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    Linda
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    01/07/2011 5:34 PM
    Ray, CL did purchase a large number of the GAB operations but not all of them. I would have to do some research as I don't remember which ones exactly. Seems GAB kept the Britain operations but just can't remember.
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    ChuckDeaton
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    01/08/2011 12:10 AM
    Contacts in AUS say first, that the flood is not as extensive as reported, second, the number of insured losses (claims) is relatively low, nominally 2,000, third, there are adequate numbers of AUS adjusters. fourth, from a USA adjuster with experience, AUS insurance companies are slow to pay claims.

    An observation, it is a long flight to the Land of OZ (Brisbane) and it is nominally 400 miles to Rockhampton City, QLD, and at points the road is flooded. The airport at Rockhampton City has been closed. As with all large catastrophes the rooms for rent are rented as are the rental vehicles.

    The only high points I can see is that it is summer in the Land down under and the flooded coal pits are driving up coal and steel futures.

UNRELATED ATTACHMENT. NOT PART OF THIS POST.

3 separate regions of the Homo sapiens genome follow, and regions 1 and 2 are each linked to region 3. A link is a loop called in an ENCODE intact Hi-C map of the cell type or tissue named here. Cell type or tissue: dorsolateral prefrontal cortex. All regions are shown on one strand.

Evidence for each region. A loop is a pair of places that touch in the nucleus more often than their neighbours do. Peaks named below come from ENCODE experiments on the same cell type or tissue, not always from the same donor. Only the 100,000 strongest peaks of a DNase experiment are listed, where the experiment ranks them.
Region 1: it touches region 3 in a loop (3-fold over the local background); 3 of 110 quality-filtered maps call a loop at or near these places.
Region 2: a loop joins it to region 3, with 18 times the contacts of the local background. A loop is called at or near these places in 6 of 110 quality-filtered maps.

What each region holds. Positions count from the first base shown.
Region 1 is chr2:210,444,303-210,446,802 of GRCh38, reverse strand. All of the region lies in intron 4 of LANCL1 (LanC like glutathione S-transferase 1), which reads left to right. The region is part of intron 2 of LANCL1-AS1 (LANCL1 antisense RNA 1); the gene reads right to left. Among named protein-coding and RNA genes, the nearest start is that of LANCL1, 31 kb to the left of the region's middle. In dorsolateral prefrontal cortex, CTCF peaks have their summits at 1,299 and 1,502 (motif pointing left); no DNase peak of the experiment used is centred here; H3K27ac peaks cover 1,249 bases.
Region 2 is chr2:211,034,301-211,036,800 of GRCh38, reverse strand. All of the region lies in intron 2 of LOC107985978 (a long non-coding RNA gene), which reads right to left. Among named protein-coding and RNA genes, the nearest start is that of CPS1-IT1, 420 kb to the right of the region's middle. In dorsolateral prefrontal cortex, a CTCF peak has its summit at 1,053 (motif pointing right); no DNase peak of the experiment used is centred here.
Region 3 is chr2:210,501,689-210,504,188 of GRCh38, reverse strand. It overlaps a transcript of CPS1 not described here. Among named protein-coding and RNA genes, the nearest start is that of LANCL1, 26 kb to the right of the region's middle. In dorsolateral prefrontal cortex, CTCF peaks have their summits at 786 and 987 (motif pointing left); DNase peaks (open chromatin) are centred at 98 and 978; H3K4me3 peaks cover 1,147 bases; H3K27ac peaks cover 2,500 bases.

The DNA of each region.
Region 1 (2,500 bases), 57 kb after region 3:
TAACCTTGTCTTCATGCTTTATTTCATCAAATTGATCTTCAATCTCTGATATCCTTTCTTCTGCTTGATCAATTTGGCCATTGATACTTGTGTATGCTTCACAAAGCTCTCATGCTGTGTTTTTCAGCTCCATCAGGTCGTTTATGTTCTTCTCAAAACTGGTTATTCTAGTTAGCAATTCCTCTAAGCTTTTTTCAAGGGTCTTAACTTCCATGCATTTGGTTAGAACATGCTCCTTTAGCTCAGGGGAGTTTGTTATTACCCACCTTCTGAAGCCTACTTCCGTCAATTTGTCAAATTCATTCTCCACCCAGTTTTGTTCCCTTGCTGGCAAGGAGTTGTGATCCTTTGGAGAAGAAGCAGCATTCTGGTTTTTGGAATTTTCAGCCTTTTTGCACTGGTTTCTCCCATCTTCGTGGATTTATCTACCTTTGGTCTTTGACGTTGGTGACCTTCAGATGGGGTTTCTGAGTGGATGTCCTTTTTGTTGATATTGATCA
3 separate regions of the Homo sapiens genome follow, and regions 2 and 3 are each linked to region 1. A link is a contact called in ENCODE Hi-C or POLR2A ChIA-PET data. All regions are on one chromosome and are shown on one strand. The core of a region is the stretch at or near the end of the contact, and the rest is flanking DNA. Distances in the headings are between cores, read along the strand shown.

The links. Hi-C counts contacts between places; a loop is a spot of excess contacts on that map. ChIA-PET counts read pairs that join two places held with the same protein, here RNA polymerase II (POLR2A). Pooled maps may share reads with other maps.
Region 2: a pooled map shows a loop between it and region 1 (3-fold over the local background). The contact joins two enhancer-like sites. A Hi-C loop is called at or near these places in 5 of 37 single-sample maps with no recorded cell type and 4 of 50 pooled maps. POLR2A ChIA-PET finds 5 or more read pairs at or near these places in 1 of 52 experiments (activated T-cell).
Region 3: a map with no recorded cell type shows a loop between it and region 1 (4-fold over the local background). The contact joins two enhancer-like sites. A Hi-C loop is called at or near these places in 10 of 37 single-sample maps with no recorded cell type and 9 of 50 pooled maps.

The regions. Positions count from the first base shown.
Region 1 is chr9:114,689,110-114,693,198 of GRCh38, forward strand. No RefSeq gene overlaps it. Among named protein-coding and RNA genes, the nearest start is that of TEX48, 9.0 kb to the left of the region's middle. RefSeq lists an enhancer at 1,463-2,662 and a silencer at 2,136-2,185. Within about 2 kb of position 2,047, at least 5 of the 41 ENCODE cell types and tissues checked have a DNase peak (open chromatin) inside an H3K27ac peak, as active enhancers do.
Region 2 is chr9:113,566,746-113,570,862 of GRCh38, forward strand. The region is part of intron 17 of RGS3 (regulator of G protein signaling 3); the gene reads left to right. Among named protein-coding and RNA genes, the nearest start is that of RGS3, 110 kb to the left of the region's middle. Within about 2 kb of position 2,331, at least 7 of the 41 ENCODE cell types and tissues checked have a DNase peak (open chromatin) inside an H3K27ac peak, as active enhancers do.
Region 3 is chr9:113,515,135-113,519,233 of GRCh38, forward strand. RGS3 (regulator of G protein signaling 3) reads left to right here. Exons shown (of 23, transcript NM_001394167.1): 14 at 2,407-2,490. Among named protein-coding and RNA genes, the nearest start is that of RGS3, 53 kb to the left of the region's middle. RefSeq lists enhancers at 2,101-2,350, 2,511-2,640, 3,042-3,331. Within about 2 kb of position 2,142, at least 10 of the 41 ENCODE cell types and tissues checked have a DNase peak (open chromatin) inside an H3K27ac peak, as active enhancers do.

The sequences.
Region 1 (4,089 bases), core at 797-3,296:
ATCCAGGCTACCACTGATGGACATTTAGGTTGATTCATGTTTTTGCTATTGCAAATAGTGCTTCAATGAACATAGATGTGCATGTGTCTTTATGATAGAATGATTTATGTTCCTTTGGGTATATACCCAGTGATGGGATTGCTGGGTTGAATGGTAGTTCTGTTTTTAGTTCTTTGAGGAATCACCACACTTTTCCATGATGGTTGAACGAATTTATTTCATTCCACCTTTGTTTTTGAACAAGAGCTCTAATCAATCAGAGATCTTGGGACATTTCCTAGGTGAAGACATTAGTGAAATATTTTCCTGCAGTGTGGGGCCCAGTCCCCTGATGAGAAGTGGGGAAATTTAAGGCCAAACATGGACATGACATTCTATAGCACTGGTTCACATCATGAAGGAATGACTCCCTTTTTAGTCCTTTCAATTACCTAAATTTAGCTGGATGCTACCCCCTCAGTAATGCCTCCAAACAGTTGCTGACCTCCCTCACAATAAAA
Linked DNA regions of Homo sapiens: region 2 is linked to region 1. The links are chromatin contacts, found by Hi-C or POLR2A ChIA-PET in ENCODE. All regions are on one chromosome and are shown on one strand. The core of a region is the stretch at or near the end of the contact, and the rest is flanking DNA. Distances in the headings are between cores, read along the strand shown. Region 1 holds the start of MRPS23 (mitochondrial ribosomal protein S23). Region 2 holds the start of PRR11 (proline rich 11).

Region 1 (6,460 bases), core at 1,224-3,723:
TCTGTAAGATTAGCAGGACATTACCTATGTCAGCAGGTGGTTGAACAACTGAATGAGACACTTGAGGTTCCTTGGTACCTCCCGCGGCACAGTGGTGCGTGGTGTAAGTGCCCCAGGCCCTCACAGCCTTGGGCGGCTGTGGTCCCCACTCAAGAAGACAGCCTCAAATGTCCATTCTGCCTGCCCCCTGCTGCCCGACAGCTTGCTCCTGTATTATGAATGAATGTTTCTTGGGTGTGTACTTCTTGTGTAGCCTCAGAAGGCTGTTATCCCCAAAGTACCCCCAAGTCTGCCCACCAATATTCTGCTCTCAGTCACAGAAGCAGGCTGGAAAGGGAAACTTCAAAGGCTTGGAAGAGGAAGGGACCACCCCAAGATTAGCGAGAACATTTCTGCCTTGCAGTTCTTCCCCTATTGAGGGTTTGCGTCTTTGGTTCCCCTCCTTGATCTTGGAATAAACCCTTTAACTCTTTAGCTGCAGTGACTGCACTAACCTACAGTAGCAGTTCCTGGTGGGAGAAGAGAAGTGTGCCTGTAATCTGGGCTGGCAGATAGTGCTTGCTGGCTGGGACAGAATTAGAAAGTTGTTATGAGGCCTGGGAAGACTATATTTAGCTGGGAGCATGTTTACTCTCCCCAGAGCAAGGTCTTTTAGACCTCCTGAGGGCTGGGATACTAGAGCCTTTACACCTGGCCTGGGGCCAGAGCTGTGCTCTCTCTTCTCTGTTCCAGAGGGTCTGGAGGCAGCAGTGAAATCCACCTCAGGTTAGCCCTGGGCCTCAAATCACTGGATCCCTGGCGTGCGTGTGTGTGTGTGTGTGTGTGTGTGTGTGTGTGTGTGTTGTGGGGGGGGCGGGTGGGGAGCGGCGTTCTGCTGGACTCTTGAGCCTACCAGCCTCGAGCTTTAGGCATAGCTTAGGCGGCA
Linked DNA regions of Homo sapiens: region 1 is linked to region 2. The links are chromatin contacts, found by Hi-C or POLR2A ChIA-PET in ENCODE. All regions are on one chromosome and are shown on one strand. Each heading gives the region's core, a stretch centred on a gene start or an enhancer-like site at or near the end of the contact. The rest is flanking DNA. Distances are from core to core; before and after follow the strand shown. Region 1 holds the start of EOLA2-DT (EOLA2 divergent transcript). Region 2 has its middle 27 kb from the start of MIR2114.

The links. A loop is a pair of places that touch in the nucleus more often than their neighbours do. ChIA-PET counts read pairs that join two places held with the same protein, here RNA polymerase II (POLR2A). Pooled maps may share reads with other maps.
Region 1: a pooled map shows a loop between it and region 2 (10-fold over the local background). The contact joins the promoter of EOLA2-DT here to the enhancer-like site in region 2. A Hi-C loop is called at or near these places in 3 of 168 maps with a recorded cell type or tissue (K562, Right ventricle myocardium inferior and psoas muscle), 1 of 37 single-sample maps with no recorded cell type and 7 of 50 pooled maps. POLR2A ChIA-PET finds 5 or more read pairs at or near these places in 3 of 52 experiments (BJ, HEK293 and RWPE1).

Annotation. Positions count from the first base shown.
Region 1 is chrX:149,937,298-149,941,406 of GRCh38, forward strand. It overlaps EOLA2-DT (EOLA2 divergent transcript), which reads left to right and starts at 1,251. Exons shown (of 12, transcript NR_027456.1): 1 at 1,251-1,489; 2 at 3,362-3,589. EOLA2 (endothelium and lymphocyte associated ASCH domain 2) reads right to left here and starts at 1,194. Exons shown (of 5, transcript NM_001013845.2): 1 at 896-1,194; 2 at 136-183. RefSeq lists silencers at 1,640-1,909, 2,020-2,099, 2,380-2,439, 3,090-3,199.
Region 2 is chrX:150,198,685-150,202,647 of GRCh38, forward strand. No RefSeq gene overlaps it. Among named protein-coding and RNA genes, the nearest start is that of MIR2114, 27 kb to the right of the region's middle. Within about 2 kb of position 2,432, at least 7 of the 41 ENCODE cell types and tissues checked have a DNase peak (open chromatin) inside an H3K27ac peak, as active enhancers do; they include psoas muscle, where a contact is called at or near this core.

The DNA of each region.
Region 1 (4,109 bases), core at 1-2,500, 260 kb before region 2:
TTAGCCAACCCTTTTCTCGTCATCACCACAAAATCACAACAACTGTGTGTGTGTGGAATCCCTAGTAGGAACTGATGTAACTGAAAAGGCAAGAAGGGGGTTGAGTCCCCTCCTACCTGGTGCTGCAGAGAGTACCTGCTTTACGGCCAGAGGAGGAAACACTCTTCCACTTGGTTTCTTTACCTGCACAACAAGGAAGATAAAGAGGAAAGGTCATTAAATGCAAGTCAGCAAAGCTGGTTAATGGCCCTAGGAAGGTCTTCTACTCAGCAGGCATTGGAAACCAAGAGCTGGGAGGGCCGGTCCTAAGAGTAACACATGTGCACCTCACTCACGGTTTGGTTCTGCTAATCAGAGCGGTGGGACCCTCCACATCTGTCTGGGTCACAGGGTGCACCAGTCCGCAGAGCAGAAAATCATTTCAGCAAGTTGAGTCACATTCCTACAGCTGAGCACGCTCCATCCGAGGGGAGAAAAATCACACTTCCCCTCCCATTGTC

Think I will finish sanding the sailboat, take the dogs squirrel hunting and work on the Lotus.
    "Prattling on and on about being an ass with experience doesn't make someone experienced. It just makes you an ass." Rod Buvens, Pilot grunt
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    Roy
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    01/11/2011 4:02 PM

     Australia continues to receive flooding;

    Here is quote from an article posted today on the Houston Chronicle website.

    "BRISBANE, Australia — For weeks, the flooding in eastern Australia has been a slow-motion disaster, with drenching rain devastating wide swaths of farmland and small towns. Now, rivers are rising in Brisbane, the country's third-largest city, forcing people to flee both suburbs and skyscrapers.